What is Opioid Induced Constipation?
Opioid-induced constipation, or OIC, is a condition that affects how your digestive system works. Opioids are strong pain medicines that slow bowel movements, causing fewer or more difficulty having a bowel movement than normal. Hence the term “opioid-induced” constipation.
Your healthcare provider might prescribe opioids if you have a condition that causes moderate to severe pain. Healthcare providers may prescribe opioids for pain from a procedure, such as surgery or dental work; an injury or accident; a chronic, or long-lasting, condition that causes pain; cancer or illness at the end of life. While opioids can treat pain effectively, they have known side effects. Between 50 and 80 percent of people who take opioid medicines have constipation.
OIC is the most common side effect that opioids have on your digestive system; however, there are others. Opioid-induced bowel dysfunction, or OIBD, is the medical term for the effects on the digestive system caused by opioids. Besides constipation, other symptoms of OIBD include heartburn, nausea, vomiting, bloating, as well as chronic, or long-lasting, abdominal pain.
How is opioid-induced constipation diagnosed?
To diagnose OIC, your healthcare provider will ask questions about your symptoms, the medicines you take, and more. They will also examine you. This includes an examination of your rectum, where bowel movements are stored before leaving the body. You might give a small sample of blood to test for conditions that could cause constipation.
Learn more about how to talk with your healthcare provider
Are there diagnostic tests that confirm opioid-induced constipation?
Specific tests are not the main way to diagnose OIC. Constipation is very common when you take opioid medicines. So, if you start taking them, start taking a different one, or increase your dose and become constipated, it is very likely opioids are the cause. However, your healthcare provider may request an X-ray to see if waste has built up in your body, and if so, how much. If your healthcare provider is concerned you may have a digestive problem besides constipation, then they might perform a colonoscopy which is an examination of your digestive system with a thin, lighted tube inserted into the rectum.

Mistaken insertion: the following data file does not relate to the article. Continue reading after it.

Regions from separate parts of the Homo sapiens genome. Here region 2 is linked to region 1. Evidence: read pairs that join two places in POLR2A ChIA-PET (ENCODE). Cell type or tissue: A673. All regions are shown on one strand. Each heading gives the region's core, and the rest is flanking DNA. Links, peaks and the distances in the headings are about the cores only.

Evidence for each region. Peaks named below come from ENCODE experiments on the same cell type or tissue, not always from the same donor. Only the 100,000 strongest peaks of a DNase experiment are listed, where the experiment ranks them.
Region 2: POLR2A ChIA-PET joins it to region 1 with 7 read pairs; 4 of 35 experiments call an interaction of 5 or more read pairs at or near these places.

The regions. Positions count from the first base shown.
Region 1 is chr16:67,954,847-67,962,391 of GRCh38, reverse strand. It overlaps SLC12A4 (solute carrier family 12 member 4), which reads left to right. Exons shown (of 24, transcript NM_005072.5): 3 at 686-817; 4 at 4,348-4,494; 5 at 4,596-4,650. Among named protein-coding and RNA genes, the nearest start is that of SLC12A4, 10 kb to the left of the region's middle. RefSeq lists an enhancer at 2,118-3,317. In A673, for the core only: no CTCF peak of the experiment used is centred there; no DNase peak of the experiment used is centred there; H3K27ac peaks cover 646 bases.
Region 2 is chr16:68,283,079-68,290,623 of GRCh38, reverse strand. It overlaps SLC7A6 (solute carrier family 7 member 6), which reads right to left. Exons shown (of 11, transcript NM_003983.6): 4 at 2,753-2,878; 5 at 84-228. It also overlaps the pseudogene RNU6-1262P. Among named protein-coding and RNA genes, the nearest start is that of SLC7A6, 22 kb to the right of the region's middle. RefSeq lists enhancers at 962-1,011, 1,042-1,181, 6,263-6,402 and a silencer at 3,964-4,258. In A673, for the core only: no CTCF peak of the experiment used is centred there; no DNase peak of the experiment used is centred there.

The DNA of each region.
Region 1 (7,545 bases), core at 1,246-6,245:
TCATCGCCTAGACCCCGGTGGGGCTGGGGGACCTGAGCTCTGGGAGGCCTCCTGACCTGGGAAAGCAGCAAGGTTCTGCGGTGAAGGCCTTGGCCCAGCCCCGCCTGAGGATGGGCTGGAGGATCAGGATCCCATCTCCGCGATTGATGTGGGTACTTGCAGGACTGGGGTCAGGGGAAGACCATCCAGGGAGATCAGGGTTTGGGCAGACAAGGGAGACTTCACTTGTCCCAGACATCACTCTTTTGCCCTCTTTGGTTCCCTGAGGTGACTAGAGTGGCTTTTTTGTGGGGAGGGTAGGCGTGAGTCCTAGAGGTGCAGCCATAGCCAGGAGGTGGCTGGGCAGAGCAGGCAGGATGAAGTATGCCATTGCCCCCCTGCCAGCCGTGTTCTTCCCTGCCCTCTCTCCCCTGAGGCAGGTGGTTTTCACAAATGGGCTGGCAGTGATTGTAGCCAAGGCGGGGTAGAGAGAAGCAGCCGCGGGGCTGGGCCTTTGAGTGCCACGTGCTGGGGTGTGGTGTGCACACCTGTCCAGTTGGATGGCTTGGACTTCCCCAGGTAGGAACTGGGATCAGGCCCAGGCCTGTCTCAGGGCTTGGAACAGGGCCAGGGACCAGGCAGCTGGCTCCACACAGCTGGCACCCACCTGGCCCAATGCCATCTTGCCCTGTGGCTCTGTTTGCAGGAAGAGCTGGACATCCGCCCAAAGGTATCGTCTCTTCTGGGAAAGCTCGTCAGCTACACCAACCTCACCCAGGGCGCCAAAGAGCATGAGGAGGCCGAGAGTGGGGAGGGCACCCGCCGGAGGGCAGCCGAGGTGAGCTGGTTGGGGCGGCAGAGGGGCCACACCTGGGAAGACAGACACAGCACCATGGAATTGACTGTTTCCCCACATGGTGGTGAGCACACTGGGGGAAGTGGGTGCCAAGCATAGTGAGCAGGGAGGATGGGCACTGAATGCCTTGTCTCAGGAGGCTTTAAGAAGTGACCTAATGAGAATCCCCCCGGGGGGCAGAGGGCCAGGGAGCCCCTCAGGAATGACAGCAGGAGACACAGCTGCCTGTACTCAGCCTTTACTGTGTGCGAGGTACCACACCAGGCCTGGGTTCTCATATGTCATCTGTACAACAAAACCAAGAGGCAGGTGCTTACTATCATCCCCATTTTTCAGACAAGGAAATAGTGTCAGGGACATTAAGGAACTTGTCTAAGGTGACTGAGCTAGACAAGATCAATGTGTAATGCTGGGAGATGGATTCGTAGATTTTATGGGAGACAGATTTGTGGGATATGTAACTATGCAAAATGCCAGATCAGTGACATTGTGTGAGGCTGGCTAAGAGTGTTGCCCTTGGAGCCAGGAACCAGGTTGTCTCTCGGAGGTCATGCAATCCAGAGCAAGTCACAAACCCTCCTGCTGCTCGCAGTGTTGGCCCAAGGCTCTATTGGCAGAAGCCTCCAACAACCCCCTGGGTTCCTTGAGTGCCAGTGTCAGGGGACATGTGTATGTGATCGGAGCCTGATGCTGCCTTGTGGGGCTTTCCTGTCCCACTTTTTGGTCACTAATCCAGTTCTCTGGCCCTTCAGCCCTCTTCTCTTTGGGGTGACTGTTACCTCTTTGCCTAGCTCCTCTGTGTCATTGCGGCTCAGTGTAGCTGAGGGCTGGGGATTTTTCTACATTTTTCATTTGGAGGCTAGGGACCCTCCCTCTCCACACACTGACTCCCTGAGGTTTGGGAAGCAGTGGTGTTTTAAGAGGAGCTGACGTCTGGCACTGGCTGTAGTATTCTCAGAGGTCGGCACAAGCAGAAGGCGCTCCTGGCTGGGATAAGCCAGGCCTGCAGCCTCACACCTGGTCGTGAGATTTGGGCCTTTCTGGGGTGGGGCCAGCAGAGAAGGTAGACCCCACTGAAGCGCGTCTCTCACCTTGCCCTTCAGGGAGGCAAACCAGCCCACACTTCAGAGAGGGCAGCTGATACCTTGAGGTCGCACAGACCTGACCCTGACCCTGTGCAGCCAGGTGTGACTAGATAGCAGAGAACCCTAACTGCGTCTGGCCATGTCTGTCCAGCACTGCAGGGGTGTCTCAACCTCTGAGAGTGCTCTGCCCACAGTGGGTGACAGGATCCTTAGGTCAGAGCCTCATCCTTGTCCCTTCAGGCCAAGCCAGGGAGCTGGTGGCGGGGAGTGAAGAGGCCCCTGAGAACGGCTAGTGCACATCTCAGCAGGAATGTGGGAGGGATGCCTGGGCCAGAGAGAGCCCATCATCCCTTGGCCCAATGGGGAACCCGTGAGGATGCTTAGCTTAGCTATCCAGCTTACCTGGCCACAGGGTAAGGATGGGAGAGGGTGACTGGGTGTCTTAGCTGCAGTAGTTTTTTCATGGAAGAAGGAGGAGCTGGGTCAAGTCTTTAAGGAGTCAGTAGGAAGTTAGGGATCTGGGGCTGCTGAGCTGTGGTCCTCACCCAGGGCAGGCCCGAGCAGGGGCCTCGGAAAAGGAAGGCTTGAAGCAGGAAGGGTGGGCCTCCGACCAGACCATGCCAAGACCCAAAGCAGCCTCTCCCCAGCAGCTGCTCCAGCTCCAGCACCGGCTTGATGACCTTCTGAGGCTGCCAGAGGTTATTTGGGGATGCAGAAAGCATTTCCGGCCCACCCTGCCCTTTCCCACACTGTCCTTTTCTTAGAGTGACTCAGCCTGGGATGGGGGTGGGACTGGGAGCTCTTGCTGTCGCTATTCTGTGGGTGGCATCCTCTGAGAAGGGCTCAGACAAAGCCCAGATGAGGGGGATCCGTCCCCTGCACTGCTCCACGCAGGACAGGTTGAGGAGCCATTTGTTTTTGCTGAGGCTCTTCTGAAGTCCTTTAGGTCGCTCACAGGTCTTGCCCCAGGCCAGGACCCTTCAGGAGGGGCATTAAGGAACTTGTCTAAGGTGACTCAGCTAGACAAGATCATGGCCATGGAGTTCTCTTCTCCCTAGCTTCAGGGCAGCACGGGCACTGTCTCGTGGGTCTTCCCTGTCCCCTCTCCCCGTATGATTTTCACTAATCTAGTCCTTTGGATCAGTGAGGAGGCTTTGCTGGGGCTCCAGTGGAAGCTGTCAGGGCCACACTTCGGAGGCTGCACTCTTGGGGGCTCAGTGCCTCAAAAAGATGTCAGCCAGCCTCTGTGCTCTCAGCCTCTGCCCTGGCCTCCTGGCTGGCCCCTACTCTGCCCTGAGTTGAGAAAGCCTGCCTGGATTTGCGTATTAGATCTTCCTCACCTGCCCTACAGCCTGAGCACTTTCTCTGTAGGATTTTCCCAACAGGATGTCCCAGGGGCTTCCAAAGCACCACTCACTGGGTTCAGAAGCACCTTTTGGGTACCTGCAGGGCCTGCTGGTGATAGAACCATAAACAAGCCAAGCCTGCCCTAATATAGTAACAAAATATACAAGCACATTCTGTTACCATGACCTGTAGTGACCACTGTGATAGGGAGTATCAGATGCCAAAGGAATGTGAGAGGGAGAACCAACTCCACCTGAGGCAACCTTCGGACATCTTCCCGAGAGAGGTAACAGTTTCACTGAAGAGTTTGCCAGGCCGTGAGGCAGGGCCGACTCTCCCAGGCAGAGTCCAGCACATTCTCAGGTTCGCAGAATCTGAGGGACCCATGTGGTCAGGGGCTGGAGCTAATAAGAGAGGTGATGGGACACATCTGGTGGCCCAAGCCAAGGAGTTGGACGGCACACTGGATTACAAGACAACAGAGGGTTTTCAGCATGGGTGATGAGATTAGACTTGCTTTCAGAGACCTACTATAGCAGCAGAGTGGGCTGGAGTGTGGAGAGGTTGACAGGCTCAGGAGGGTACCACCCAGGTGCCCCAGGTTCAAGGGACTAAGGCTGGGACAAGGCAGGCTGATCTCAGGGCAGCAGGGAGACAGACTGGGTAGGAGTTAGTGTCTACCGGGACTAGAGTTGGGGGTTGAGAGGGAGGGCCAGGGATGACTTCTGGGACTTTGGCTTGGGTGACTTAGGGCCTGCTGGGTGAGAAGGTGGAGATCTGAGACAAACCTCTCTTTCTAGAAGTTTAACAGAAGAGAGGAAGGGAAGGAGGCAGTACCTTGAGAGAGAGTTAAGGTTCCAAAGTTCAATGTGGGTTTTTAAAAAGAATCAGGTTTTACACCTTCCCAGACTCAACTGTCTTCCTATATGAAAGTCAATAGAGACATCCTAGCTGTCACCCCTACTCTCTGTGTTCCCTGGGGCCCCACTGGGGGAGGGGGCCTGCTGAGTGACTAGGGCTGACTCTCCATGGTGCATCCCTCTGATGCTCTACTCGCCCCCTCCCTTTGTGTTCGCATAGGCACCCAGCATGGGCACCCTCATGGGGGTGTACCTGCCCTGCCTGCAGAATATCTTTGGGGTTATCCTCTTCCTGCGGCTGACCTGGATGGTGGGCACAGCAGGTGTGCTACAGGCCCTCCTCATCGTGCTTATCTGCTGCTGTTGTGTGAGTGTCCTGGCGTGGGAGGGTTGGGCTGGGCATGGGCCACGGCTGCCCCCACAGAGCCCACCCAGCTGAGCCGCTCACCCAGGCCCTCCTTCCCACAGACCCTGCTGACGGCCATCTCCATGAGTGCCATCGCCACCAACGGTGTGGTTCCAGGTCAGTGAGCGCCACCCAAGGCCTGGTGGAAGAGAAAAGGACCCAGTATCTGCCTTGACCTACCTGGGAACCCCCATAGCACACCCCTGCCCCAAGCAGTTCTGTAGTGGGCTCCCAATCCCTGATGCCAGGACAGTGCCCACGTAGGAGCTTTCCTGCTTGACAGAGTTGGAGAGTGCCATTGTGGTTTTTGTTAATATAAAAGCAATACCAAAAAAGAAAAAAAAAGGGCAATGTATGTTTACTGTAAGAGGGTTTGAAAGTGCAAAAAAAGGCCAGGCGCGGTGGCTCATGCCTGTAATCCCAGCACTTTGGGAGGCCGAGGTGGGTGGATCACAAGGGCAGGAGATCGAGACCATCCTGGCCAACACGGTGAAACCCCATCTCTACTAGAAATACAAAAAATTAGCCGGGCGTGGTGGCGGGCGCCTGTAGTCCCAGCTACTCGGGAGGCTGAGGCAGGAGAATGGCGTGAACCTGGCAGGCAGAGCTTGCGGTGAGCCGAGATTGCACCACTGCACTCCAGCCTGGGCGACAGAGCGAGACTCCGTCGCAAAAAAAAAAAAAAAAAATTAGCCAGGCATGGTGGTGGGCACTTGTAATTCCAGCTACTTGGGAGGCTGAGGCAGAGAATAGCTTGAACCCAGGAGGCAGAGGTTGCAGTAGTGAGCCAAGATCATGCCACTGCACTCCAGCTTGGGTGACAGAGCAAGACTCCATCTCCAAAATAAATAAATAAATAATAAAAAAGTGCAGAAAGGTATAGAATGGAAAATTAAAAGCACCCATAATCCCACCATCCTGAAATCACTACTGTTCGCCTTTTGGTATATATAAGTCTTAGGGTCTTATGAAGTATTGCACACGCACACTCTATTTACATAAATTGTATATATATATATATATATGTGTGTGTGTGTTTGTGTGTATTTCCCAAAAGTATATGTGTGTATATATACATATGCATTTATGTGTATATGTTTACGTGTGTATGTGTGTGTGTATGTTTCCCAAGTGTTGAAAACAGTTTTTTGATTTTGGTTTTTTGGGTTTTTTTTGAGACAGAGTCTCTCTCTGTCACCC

Learn more about GI Motility Tests
Which bowel diseases can cause constipation?
Bowel diseases that can cause constipation include (but are not limited to) irritable bowel syndrome (IBS), bowel obstruction (something blocking the bowel), or cancer. Other non-gastrointestinal conditions that can cause constipation include low thyroid hormone levels, diabetes, Parkinson’s disease, multiple sclerosis and more. You could also have dyssynergic defecation, which is difficulty coordinating your muscles when having a bowel movement. Your healthcare provider will check for these and other conditions if necessary.
Your healthcare provider will check for other symptoms of these diseases when they examine and talk to you. They might ask you to see a specialist to learn more. If you do not have a specific disease, opioids are very likely to be the cause of your constipation.
What should I ask my healthcare provider about diagnosing opioid-induced constipation?
Make sure your healthcare provider knows about all the medicines you currently take, ask them which ones may cause constipation, and how they can determine if a particular medicine is the cause of your constipation. You can also ask if they are concerned about other conditions and if you need specific tests to learn why you have constipation.
Talking with your healthcare provider about your concerns is the best way to stay healthy and comfortable while getting the symptom relief you need.
If I have opioid-induced constipation (OIC), can lifestyle changes help?
You might be able to manage your OIC with some lifestyle changes. These may include drinking more fluids, eating more foods with fiber, and becoming more active. Your healthcare provider might also give you medicine to take if you become constipated. Before you start taking opioids, ask your healthcare provider about ways to prevent constipation or treat it if you have it.
Today, there are several FDA approved medications opioid-induced constipation. If lifestyle and simple laxatives don’t help, consult your healthcare provider for consideration of some of the new therapies.
Adapted from IFFGD publication #154 “Diagnosing Opioid Induced Constipation” by IFFGD, Edited by Satish Rao.